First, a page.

they  choose,  in  these  days,  almost  exclusively, 
cliimneys  for  their  home,  building  their  nests  of 
twigs  cemented  by  saliva,  and  raising  two  broods 
of  young  each  season. 

E.xcept  when  it  rains,  this  performance,  which 
I  have  described  to  you,  goes  on  every  night. 
In  rainy  evenings  we  watch  for  them  in  vain. 
Perhaps  they  go  to  bed  very  early  in  the  after- 
noon —  at  all  events  they  have  no  sunset  pa- 
rade. But  night  after  night,  when  the  sky  is 
clear,  come  the  twittering,  and  the  fluttering, 
and  the  sweeping  circle  with  its  occasional  re- 
verse —  the  tumbling  into  the  chimney  in 
groups;  and  finally  the  lone  little  sentinel 
searching  the  quiet  evening  air. 

And  one  season  we  counted  them  every 
night  for  three  weeks  —  two  of  us  independ- 
ently writing  down  the  number  in  each  group 
as  it  went  in.  One  of  us  has  a  mathematical 
mind,  while  the  other  has  not ;  but,  nevertheless, 
the  two  results  came  out  within  twent)-  of  each 
other  every  time.  And  how  many  do  you  think 
there  were  ?  How  many  Uttle  bedfellows 
dropped  into  that  old  chimney,  while  a  silver- 
haired  couple  sat  alone  in  the  quaint  cottage 
rooms  below,  listening  to  the  birds'  shrill  good- 
nights  ? 

"  'Leven  or  seventeen,"  said  a  little  girl  who 
had  not  watched  them  -with  us,  but  who  was  in-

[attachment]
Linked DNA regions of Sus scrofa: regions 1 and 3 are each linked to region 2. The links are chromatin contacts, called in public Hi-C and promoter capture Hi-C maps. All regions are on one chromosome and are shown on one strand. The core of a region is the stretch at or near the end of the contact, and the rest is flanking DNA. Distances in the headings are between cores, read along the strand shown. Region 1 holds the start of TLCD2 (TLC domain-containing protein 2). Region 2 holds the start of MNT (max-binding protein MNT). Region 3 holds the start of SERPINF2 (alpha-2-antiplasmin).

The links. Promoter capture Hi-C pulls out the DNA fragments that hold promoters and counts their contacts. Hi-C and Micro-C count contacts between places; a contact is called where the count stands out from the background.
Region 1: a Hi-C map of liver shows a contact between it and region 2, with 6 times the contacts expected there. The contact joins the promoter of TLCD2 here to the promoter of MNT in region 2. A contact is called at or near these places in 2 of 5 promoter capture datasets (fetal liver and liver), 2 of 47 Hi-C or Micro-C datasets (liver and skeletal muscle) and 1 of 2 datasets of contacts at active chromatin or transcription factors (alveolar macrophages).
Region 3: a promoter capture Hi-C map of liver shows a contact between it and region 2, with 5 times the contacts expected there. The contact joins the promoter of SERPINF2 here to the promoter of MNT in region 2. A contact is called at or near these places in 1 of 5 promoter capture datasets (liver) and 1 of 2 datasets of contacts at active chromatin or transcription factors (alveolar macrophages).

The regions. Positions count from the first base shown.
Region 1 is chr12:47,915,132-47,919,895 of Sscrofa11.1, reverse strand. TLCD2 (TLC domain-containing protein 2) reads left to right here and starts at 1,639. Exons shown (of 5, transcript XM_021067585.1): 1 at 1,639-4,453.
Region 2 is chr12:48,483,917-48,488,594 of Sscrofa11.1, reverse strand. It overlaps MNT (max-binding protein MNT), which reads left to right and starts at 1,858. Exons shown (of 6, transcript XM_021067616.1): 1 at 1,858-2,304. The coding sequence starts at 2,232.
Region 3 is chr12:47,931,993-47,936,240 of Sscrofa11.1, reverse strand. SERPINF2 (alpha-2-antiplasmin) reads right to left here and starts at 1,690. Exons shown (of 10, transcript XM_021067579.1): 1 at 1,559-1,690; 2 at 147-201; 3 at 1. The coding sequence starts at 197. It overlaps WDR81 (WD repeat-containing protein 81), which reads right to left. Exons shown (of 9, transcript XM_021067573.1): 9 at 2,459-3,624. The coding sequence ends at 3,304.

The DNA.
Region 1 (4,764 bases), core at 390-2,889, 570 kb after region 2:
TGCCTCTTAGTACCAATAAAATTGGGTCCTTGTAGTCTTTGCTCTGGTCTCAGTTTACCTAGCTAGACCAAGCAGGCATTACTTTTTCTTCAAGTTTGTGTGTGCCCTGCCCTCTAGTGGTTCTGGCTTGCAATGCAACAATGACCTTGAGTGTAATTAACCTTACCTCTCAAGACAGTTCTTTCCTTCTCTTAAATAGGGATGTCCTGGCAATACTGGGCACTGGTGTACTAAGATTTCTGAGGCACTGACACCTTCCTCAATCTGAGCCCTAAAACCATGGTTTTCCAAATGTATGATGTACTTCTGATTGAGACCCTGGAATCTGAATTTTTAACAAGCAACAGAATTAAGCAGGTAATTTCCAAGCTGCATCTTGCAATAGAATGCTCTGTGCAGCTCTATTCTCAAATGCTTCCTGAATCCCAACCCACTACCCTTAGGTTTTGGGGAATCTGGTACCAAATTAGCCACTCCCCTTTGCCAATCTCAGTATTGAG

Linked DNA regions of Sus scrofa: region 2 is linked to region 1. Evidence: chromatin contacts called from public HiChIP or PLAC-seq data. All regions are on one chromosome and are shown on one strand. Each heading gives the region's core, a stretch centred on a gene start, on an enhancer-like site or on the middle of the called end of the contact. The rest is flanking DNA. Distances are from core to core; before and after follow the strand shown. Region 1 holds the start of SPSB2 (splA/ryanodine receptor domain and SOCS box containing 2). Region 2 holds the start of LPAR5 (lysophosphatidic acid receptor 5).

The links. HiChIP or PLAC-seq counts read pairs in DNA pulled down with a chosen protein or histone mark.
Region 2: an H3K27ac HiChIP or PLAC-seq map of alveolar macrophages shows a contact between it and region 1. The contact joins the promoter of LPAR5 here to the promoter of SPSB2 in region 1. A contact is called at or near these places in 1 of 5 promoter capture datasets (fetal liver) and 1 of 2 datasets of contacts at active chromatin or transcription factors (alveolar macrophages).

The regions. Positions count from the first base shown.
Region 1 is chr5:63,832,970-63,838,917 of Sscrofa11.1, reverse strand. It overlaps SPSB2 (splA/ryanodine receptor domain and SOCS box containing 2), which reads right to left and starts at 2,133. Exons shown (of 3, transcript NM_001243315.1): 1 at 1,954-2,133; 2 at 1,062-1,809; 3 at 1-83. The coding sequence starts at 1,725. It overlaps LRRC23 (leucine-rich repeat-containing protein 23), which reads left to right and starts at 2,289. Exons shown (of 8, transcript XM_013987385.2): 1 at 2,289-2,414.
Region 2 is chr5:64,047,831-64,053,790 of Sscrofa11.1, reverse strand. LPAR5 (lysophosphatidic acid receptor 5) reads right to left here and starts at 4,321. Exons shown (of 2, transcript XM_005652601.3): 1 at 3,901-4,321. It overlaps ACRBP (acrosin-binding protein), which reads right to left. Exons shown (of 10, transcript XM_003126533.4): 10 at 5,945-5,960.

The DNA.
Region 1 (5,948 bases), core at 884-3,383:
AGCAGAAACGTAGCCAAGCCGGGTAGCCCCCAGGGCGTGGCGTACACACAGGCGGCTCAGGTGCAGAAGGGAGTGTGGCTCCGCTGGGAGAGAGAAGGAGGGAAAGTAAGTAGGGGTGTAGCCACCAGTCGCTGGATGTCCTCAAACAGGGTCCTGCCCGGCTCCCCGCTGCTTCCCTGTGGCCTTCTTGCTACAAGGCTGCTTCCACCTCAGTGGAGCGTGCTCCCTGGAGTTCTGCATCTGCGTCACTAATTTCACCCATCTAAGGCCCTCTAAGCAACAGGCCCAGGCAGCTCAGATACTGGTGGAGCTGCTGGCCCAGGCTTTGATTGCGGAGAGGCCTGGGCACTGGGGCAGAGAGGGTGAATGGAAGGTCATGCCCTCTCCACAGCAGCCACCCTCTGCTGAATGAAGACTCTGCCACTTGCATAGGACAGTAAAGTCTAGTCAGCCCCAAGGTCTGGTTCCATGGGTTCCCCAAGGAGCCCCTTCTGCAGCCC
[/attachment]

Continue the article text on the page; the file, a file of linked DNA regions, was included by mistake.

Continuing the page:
terested in  guessing. 

"  Sixty  or  eighty,"  answered  an  older  friend. 

There  were  between  eight  hundred  and 
twenty,  and  eight  hundred  and  forty;  and 
Audubon  tells  even  more  surprising  tales  of 
the  niunber  of  birds  found  crowded  together. 




The  shrill  wind  blew  about  the  house 
And  through  the  pines  all  night    : 

The  whirled  across  the  fields 
And  hid  the  fence  from  sight  . 

By  dawn  the  drifts  had  blown  so  deep 
No  horse  nor  sleigh  could  go  : 

The  dog-house  and  the  chicken -coops 
Were  buried  in  the  snow  . 

There  was  no  thought  of  school  tha  t  day  ; 

We  worked  witn  shovels  all  , 
And  cleared  a  path  from  house  to  barn  ; 

The  snow  was  like  a  wall  . 

I  wished  our  house  was  covered  up , 
Like  that  one  in  the  book 

My  Grandma  showed  to  me  one  day 
Beside  the  chimney-nook  . 

The  story  said  the  chimney-pot 
Just  showed  above  the  snow  ,